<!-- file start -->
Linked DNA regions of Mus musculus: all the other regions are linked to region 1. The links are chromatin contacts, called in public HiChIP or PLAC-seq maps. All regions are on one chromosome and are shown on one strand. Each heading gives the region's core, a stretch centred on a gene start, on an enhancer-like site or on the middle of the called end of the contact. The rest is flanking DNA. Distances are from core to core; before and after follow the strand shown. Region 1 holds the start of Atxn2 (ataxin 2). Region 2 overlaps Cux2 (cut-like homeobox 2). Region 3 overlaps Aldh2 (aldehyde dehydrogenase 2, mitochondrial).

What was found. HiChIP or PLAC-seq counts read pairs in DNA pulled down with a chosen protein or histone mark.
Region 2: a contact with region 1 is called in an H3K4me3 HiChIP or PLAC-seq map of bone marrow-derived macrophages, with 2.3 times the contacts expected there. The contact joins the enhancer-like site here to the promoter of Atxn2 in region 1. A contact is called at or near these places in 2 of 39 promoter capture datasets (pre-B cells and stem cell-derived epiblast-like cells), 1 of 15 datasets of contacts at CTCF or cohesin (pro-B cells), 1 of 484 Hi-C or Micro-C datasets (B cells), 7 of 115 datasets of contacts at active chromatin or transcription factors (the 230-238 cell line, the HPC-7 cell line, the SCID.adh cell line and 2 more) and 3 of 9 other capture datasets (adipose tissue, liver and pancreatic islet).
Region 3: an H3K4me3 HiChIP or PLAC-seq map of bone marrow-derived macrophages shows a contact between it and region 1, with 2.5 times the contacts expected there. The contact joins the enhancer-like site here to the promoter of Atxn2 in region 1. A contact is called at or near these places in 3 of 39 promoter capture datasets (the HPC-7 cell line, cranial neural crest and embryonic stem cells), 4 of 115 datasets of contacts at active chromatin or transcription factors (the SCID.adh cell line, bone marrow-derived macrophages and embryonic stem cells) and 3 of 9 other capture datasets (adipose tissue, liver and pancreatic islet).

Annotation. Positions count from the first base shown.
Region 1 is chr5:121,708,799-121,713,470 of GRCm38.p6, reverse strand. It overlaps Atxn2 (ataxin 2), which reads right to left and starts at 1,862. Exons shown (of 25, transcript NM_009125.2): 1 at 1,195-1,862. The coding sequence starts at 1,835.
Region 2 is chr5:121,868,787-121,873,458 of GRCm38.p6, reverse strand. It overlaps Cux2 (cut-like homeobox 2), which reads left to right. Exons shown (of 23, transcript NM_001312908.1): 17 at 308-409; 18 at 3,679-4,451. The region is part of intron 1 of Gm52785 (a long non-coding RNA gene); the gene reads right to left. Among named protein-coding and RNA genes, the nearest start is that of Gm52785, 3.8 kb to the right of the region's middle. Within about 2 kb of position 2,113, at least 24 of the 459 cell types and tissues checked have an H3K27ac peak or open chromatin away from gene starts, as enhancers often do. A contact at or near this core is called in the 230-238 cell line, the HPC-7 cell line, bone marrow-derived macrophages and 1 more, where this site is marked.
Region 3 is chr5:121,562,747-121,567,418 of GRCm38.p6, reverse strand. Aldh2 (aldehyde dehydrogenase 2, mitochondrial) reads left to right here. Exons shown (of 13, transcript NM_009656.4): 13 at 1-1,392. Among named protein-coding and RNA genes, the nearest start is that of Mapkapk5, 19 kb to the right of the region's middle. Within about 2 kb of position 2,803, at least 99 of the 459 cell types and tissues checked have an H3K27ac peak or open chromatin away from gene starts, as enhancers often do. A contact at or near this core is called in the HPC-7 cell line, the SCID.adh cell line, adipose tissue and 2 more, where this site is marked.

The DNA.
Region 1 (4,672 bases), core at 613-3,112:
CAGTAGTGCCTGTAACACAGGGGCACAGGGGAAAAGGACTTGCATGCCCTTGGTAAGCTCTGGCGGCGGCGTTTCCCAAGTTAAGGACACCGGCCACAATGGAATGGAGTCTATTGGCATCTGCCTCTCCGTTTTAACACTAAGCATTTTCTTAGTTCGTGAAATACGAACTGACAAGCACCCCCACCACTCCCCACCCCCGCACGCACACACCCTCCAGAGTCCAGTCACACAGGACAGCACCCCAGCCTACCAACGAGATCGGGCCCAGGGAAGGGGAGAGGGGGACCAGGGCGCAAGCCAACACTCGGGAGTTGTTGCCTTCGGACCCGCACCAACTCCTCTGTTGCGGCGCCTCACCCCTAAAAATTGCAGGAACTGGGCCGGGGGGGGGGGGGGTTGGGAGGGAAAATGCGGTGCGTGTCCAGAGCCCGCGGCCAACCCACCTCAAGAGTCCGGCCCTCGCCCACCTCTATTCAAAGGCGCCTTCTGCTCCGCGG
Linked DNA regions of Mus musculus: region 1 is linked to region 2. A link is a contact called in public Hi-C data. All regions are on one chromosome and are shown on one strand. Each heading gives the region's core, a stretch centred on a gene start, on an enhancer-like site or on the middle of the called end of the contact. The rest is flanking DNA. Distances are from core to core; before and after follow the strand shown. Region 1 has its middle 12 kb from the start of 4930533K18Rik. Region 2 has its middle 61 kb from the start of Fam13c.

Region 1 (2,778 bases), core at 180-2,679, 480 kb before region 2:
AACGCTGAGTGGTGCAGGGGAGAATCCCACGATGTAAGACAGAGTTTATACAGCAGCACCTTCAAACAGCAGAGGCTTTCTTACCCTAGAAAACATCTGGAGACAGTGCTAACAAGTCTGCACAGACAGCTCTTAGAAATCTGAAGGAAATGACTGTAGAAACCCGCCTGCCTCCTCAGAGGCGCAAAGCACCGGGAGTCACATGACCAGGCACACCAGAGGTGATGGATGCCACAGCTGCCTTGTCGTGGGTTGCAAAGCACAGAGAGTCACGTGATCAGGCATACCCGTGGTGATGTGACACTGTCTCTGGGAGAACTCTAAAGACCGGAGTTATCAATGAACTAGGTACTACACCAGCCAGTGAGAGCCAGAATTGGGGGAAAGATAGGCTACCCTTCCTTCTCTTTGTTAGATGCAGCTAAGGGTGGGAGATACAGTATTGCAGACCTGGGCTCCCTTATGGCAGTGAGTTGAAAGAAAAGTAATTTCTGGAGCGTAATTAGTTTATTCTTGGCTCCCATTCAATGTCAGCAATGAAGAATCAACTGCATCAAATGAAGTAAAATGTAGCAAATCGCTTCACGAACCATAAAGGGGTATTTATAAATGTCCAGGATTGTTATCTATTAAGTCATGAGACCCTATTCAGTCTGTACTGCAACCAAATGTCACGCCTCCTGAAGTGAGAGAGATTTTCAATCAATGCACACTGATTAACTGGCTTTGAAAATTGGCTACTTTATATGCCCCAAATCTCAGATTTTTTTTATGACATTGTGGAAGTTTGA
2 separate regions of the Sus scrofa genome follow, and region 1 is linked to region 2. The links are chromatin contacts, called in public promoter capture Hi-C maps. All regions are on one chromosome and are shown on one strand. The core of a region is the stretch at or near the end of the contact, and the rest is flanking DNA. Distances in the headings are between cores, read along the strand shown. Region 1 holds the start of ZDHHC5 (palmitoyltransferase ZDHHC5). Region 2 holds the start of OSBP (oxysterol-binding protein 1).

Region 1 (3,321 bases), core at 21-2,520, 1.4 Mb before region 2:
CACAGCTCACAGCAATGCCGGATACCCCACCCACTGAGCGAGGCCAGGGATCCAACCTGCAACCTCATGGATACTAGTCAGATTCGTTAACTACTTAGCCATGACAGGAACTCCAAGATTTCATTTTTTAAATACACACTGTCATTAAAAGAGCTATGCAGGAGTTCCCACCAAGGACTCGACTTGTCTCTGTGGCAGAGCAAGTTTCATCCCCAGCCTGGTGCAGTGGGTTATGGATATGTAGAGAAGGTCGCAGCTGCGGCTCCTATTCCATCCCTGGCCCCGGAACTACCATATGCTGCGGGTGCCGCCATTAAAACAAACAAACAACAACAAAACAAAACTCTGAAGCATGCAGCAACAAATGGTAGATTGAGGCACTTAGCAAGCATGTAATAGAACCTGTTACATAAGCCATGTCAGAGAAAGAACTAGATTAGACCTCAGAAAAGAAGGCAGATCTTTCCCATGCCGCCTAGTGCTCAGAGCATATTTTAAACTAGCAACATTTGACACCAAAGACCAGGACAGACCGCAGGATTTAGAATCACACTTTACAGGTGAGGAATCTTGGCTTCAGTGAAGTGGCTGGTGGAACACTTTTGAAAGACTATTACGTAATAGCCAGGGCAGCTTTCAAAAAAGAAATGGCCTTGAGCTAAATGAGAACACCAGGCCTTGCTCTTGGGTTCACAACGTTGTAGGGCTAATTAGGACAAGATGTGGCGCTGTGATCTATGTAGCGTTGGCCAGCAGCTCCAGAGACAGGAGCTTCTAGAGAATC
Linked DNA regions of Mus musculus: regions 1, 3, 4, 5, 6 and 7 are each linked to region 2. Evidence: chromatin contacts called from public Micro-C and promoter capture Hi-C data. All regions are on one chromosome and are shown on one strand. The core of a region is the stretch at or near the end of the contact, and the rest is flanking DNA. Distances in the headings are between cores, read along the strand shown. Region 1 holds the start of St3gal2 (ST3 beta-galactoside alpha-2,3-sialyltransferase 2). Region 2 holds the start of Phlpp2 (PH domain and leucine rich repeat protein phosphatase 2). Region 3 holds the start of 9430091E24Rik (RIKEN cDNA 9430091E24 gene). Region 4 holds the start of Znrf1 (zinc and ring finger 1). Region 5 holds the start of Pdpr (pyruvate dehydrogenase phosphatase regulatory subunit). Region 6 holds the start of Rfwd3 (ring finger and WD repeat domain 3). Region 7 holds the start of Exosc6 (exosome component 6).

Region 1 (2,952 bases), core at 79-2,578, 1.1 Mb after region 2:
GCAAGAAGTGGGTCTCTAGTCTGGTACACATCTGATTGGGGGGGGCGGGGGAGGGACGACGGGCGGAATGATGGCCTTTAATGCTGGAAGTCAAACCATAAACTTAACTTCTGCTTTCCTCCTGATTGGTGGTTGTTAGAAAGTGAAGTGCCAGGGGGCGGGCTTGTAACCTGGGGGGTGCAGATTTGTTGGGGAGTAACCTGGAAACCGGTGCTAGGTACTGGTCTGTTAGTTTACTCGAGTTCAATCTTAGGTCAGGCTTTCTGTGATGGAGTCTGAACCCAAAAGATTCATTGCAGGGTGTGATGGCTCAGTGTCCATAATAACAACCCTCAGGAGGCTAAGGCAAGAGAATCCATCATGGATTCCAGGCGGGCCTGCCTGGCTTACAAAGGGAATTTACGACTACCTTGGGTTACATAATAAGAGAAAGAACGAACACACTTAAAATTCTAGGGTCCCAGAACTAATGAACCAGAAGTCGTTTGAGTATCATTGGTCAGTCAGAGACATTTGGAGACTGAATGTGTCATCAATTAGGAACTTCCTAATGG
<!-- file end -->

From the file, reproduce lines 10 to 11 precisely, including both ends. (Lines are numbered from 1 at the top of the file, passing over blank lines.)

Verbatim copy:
Region 1 (4,672 bases), core at 613-3,112:
CAGTAGTGCCTGTAACACAGGGGCACAGGGGAAAAGGACTTGCATGCCCTTGGTAAGCTCTGGCGGCGGCGTTTCCCAAGTTAAGGACACCGGCCACAATGGAATGGAGTCTATTGGCATCTGCCTCTCCGTTTTAACACTAAGCATTTTCTTAGTTCGTGAAATACGAACTGACAAGCACCCCCACCACTCCCCACCCCCGCACGCACACACCCTCCAGAGTCCAGTCACACAGGACAGCACCCCAGCCTACCAACGAGATCGGGCCCAGGGAAGGGGAGAGGGGGACCAGGGCGCAAGCCAACACTCGGGAGTTGTTGCCTTCGGACCCGCACCAACTCCTCTGTTGCGGCGCCTCACCCCTAAAAATTGCAGGAACTGGGCCGGGGGGGGGGGGGGTTGGGAGGGAAAATGCGGTGCGTGTCCAGAGCCCGCGGCCAACCCACCTCAAGAGTCCGGCCCTCGCCCACCTCTATTCAAAGGCGCCTTCTGCTCCGCGG